Alec. Moodie returned to Australia a fortnight ago. He has an offer open for me to return to Honolulu to a position with Ralph Cole. Unfortunately, however, there does not seem to be any possibility of us “wrangling” his re-entry to Honolulu on account of the stringency of the immigration laws. We have tried in several directions to get the American Counsel here to stretch a point in his favor, but there seems to be little chance of this being done from this end. If Moodie could get action taken at Washington in might be worked that way but it doesn't seem very hopeful. When Moodie got to Sydney he was advised by the Brisbane Association that his position on their staff was closed. Evidently before he left for America there was some understanding with the Brisbane Board that he should take a position abroad if one opened up. During the time that he was away conditions at Brisbane became exceedingly difficult and the Board felt that they could not re-emply him on his return – So that Moodie came straight on here to Melbourne and did not return to Brisbane. His wife is staying with her people at Geelong. Alec. is now looking out for another job, and there seems to be precious little opportunity for anything in Association work so that he will have to return to business again. It seems an awful pity that he cannot be fitted into Association work especially in view of his recent experiences and the wealth of information he has obtained concerning the Association in Canada and America.
By the way, we had a letter from John Akau, Junior, one of the Honolulu delegates, in which he wished to pass on to you his greetings. He spoke very highly of the enjoyable time he had with the Australian fellows en route to Toronto.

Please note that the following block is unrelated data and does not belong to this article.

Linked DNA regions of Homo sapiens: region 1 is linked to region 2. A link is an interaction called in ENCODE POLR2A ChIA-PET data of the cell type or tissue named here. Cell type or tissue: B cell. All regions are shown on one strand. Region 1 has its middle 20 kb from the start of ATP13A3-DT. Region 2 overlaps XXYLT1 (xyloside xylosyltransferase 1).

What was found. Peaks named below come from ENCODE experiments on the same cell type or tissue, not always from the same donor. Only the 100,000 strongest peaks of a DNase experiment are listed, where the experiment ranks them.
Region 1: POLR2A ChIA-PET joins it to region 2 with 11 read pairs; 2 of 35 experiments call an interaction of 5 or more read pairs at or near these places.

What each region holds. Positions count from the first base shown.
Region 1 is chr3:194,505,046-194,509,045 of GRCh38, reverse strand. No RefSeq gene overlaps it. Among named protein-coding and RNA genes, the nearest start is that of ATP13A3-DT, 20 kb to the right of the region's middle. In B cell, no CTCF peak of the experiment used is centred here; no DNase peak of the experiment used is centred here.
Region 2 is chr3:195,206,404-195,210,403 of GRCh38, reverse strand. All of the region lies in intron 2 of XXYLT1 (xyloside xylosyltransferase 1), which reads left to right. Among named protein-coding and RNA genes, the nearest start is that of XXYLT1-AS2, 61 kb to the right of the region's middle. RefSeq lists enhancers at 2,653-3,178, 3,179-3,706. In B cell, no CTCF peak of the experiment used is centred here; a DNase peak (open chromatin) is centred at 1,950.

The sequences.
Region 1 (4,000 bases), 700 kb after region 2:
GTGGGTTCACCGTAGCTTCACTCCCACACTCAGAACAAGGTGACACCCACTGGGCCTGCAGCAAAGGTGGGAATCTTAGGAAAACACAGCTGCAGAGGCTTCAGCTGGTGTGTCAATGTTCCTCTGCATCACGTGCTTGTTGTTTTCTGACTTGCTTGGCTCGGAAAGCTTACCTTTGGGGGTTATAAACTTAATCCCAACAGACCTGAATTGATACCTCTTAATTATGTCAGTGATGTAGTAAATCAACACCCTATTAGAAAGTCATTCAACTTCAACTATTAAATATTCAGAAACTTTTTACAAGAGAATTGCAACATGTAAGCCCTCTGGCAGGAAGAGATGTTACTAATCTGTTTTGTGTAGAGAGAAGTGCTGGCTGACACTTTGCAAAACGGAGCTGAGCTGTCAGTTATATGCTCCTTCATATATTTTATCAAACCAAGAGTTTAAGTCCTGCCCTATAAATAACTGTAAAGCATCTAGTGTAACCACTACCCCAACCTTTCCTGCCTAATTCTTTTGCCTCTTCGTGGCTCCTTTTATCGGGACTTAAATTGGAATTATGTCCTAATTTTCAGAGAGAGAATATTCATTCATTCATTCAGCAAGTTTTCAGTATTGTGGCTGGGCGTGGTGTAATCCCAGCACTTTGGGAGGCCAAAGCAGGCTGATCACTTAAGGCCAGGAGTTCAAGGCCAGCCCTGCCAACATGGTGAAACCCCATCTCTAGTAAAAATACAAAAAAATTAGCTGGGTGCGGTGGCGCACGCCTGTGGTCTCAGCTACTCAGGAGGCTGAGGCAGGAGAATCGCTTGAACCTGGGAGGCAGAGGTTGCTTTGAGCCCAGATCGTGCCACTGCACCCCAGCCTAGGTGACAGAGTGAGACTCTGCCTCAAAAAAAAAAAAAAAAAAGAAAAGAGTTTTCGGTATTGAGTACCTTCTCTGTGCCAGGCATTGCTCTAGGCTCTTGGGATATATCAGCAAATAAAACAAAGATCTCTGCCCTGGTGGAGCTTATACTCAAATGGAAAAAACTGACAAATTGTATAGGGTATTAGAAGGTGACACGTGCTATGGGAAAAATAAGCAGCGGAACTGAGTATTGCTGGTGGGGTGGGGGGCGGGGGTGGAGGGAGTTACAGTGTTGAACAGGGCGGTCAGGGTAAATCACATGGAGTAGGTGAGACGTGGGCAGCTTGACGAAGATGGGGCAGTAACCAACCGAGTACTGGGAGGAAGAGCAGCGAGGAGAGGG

Keith sat for two subjects in his Intermediate Accountancy, namely, Commercial Law and Auditing. He was very unfortunate in just missing a pass in both subjects. He got 58 in Commercial Law, two marks below a pass, and 60 marks in auditing, five below a pass. However, he is not very disturbed about it as he now feels hat he can do much better in the May examinations. It would have been a great thing for him to have secured these two subjects at this examination and would have made it easier for the May examination. Now he will need to take five subjects in May. This will be a bit of a hurdle for him, but he feels pretty confident that he can do it.
You will be glad to hear that yesterday he secured a job with Louis Dreyfus & Co., Grain Merchants, 465 Collins Street. This will probably see him over the next few months while the wheat season is on. He also has prospect of another job and is nibbling it so as to discover whether it will be a better one than the Dreyfus job. It is a great relief to know that he will be employed during the next few months at any rate.
Ruth was home today on her usual day off. She is still in the surgical ward, but expects that she may have to take duty in the Children’s Ward before long. She is still happy in her job although she finds the long hours a heavy strain, particularly since the motor accident I referred to in my last letter. Evidently this shook her up more than she thought.
Edith was not successful in securing a Scholarship at the University High School, but she did obtain a free place at Gardiner for the next two years. Joy unfortunately failed in arithmetic, consequently did not secure an additional two years free place. She will probably go to Fintona or Presbyterian Ladies' College in the New Year. They were both greatly delighted with the postcards you sent along and of course at the news contained in your letter.
You will be glad to hear that Mr. Handley of the Melbourne Boys' High School, has accepted a position on the Boys' Work Committee. He is very keen and has been exceedingly useful. Mother went along to the High School Break-up and he then spoke to her about the time you were at the High School. Evidently he has a warm pot in his heart for you.